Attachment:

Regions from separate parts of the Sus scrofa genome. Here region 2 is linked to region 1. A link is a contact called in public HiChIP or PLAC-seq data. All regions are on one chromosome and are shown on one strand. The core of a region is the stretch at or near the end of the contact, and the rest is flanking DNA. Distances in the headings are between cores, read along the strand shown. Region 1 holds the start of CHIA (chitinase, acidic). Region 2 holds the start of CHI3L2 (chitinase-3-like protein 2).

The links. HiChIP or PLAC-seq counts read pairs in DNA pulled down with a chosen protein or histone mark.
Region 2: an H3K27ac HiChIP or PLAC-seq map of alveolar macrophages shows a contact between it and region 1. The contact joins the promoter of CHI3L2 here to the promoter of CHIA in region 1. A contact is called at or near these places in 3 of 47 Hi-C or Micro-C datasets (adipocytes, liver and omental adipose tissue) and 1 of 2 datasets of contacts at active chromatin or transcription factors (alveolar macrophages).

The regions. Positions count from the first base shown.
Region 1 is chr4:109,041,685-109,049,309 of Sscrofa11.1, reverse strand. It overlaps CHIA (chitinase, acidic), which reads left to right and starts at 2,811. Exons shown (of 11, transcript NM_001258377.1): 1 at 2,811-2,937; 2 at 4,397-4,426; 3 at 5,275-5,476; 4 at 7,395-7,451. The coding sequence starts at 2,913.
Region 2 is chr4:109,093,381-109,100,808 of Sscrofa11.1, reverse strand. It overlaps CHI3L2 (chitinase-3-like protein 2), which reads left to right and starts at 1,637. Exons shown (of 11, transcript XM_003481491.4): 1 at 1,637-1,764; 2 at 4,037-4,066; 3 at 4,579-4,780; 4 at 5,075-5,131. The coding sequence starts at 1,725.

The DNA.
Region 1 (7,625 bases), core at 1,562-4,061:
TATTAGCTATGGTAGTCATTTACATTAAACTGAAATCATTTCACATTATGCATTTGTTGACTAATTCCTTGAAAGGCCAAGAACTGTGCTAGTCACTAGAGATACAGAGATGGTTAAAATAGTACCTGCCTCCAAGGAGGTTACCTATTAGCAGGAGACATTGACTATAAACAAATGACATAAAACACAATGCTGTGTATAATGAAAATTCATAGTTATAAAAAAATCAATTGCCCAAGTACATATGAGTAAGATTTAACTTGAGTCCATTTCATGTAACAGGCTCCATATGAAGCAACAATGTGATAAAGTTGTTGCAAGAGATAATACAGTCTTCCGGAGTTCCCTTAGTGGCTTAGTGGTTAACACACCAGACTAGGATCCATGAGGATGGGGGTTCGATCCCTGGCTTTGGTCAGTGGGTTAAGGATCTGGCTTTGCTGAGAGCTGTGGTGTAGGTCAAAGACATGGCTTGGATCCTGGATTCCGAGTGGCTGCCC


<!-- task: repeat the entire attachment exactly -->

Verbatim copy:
Regions from separate parts of the Sus scrofa genome. Here region 2 is linked to region 1. A link is a contact called in public HiChIP or PLAC-seq data. All regions are on one chromosome and are shown on one strand. The core of a region is the stretch at or near the end of the contact, and the rest is flanking DNA. Distances in the headings are between cores, read along the strand shown. Region 1 holds the start of CHIA (chitinase, acidic). Region 2 holds the start of CHI3L2 (chitinase-3-like protein 2).

The links. HiChIP or PLAC-seq counts read pairs in DNA pulled down with a chosen protein or histone mark.
Region 2: an H3K27ac HiChIP or PLAC-seq map of alveolar macrophages shows a contact between it and region 1. The contact joins the promoter of CHI3L2 here to the promoter of CHIA in region 1. A contact is called at or near these places in 3 of 47 Hi-C or Micro-C datasets (adipocytes, liver and omental adipose tissue) and 1 of 2 datasets of contacts at active chromatin or transcription factors (alveolar macrophages).

The regions. Positions count from the first base shown.
Region 1 is chr4:109,041,685-109,049,309 of Sscrofa11.1, reverse strand. It overlaps CHIA (chitinase, acidic), which reads left to right and starts at 2,811. Exons shown (of 11, transcript NM_001258377.1): 1 at 2,811-2,937; 2 at 4,397-4,426; 3 at 5,275-5,476; 4 at 7,395-7,451. The coding sequence starts at 2,913.
Region 2 is chr4:109,093,381-109,100,808 of Sscrofa11.1, reverse strand. It overlaps CHI3L2 (chitinase-3-like protein 2), which reads left to right and starts at 1,637. Exons shown (of 11, transcript XM_003481491.4): 1 at 1,637-1,764; 2 at 4,037-4,066; 3 at 4,579-4,780; 4 at 5,075-5,131. The coding sequence starts at 1,725.

The DNA.
Region 1 (7,625 bases), core at 1,562-4,061:
TATTAGCTATGGTAGTCATTTACATTAAACTGAAATCATTTCACATTATGCATTTGTTGACTAATTCCTTGAAAGGCCAAGAACTGTGCTAGTCACTAGAGATACAGAGATGGTTAAAATAGTACCTGCCTCCAAGGAGGTTACCTATTAGCAGGAGACATTGACTATAAACAAATGACATAAAACACAATGCTGTGTATAATGAAAATTCATAGTTATAAAAAAATCAATTGCCCAAGTACATATGAGTAAGATTTAACTTGAGTCCATTTCATGTAACAGGCTCCATATGAAGCAACAATGTGATAAAGTTGTTGCAAGAGATAATACAGTCTTCCGGAGTTCCCTTAGTGGCTTAGTGGTTAACACACCAGACTAGGATCCATGAGGATGGGGGTTCGATCCCTGGCTTTGGTCAGTGGGTTAAGGATCTGGCTTTGCTGAGAGCTGTGGTGTAGGTCAAAGACATGGCTTGGATCCTGGATTCCGAGTGGCTGCCC